The keynote on Tuesday at DAC was by Jeffrey Owens of Delphi. For those of you that don’t know, Delphi used to be the part of General Motors dealing with electronics spun out from GM as a separate company in 1999.
Jeffrey pointed out that a modern automobile is the most complex device any of us own, with over 100M lines of code (loc) compared to 70M for Facebook and 12M for Android. A lot of his presentation was about general trends in automotive electronics but the most interesting was towards the end when he finished with talking about the Audi/Delphi self-driving car that recently drove from San Francisco to New York across the entire US. They learned a lot such as the cameras had problems at sunrise when the sun was very low in the sky (I have the same problem driving down 101 when the cameras in my head known as eyes always get blinded at the curve in Redwood City). Road markings differ a lot from state to state but it is necessary to understand them to keep in the correct lanes. The radar they used works fine in tunnels and in the biggest nightmare, crossing old metal bridges with reflecting surfaces everywhere (think of the old cantilever section of the Bay Bridge, for example).
Google’s self-driving cars get a lot of press but Jeffrey pointed out something that they had done with Audi which was to make much of the electronics vanish into the vehicle. There is no Lidar on the roof, in particular. Delphi assumes that would be completely unacceptable from an aesthetic point of view to any OEM (that’s what vehicle manufacturers such as Audi are called in the automotive world, companies like Delphi being known as Tier 1 suppliers). If the mythical soccer mom can veto a car because there are not enough cup-holders for the back seat then she can probably veto a car for having an ugly spinning thing on the roof.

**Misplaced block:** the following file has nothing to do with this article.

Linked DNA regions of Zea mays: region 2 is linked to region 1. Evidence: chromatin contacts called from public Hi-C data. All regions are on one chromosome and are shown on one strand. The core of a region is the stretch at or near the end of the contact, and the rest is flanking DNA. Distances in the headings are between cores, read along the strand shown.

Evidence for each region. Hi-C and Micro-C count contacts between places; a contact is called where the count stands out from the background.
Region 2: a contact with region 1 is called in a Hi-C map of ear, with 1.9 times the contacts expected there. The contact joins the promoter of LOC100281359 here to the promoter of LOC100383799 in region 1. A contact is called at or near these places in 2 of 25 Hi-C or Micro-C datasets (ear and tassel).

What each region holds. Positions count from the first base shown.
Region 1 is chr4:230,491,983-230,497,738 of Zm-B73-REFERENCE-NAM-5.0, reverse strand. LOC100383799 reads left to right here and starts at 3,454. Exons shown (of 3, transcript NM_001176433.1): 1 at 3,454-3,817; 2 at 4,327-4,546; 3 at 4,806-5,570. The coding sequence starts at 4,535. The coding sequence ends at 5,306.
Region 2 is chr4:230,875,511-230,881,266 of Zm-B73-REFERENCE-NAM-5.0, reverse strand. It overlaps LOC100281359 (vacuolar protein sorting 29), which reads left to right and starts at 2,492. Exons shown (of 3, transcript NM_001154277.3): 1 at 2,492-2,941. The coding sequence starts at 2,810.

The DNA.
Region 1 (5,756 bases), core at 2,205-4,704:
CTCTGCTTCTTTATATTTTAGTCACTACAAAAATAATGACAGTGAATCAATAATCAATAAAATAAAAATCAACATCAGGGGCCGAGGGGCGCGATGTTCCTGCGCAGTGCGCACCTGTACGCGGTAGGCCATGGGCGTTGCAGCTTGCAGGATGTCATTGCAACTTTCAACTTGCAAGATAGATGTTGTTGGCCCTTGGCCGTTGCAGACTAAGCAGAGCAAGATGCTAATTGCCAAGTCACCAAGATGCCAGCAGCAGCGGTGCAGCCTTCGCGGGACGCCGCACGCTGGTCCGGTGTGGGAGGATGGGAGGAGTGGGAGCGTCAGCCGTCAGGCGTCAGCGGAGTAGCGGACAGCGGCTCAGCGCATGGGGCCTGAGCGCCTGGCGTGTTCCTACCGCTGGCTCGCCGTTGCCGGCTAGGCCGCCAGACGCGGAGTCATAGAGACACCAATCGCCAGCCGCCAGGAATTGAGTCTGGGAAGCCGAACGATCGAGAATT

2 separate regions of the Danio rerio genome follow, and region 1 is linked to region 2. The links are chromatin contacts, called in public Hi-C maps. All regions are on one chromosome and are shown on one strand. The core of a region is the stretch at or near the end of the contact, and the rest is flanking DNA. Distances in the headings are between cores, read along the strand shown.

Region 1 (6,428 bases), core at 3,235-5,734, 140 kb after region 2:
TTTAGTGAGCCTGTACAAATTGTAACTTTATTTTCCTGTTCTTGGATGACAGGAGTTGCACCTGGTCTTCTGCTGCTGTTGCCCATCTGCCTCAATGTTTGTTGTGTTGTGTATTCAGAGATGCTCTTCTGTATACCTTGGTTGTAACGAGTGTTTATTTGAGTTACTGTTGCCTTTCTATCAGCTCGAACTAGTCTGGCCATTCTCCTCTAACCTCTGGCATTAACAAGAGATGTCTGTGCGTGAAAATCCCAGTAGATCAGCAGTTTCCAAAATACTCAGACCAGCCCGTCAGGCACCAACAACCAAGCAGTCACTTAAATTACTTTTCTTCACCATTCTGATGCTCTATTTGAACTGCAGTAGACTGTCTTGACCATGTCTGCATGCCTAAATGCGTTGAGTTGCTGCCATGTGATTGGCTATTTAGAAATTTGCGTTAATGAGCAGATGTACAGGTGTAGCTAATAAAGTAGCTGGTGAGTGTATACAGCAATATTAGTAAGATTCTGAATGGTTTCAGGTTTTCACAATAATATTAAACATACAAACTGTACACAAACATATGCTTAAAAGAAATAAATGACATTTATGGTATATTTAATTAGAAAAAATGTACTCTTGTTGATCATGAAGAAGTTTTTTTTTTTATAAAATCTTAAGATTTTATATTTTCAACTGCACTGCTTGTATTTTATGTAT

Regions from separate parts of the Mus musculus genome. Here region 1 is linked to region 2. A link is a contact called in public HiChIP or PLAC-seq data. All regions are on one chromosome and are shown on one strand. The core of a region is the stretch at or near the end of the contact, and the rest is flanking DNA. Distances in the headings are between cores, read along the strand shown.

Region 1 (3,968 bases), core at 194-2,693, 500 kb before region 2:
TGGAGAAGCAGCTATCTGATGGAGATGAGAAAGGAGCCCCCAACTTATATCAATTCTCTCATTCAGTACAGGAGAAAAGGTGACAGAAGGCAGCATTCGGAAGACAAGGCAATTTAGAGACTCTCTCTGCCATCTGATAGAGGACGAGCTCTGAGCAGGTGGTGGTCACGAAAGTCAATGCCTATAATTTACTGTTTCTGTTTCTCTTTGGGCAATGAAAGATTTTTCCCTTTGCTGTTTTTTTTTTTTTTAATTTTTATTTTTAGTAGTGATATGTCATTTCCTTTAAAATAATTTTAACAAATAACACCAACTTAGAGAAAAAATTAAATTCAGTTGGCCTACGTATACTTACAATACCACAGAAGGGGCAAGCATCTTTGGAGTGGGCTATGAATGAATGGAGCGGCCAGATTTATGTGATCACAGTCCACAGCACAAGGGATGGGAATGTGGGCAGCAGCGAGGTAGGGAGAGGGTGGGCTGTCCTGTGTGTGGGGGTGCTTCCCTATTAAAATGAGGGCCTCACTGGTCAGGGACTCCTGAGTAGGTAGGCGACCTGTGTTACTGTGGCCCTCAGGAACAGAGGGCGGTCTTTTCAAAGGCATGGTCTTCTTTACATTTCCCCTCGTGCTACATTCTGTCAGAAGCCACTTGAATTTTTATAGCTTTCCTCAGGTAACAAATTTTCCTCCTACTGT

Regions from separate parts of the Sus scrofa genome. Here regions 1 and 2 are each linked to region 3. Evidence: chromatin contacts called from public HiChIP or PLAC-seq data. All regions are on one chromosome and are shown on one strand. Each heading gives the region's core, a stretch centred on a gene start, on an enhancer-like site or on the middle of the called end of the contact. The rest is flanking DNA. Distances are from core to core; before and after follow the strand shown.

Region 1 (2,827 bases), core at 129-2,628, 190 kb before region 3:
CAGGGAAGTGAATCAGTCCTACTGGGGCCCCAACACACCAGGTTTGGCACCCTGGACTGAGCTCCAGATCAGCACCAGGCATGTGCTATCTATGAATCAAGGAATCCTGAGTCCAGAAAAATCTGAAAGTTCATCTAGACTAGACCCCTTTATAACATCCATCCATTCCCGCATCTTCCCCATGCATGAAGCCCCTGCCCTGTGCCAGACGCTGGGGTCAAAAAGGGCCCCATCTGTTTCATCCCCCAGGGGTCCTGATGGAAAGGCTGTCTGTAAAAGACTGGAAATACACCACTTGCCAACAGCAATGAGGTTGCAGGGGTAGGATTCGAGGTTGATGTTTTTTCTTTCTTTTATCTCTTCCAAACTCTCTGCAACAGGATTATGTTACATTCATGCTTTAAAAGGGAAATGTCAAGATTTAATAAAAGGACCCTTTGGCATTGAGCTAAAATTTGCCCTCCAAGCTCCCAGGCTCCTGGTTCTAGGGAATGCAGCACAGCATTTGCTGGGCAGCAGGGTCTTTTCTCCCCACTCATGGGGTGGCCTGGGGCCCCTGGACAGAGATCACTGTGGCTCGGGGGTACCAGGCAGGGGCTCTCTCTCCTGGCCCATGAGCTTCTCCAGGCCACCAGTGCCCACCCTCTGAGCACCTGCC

Jefferey said that the car did 99% of the driving autonomously. But as the Wired magazine article on the trip says:Nine days after leaving San Francisco, a blue car packed with tech from a company you’ve probably never heard of rolled into New York City after crossing 15 states and 3,400 miles to make history. The car did 99 percent of the driving on its own, yielding to the carbon-based life form behind the wheel only when it was time to leave the highway and hit city streets.
So the car did all the highway driving autonomously but it couldn’t drive on city streets since they hadn’t done all the detailed mapping information that the Google car, for example, uses to make it possible to handle towns and neighborhoods.
On the show floor I talked to Matt Lewis, also of Delphi, who was one of the engineers that had worked on the cross-country Audi. The picture at the top is the car on the DAC show floor, which is the actual vehicle that drove across the country. As Matt said, “we cleaned it up a bit, it had a lot of bugs on by the end.”
Jeffrey had challenged us to find the sensors since they are not that obvious. Indeed, compared to the Google car they are well camouflaged. Behind plastic panels the radar is out of sight (plastic is transparent to radar). In the centre of the front grille there is Lidar (laser radar). There are cameras behind the mirror on the top of the windshield where they have a good view. Also rear-facing cameras too. Matt pointed out that the radar is standard Delphi radar already shipping in millions of units, as are most of the cameras. So while this is obviously not a production car it is close to a prototype.
See also the Wired magazine article This is Big: a Robo-car Just Drove Across the CountryShare this post via: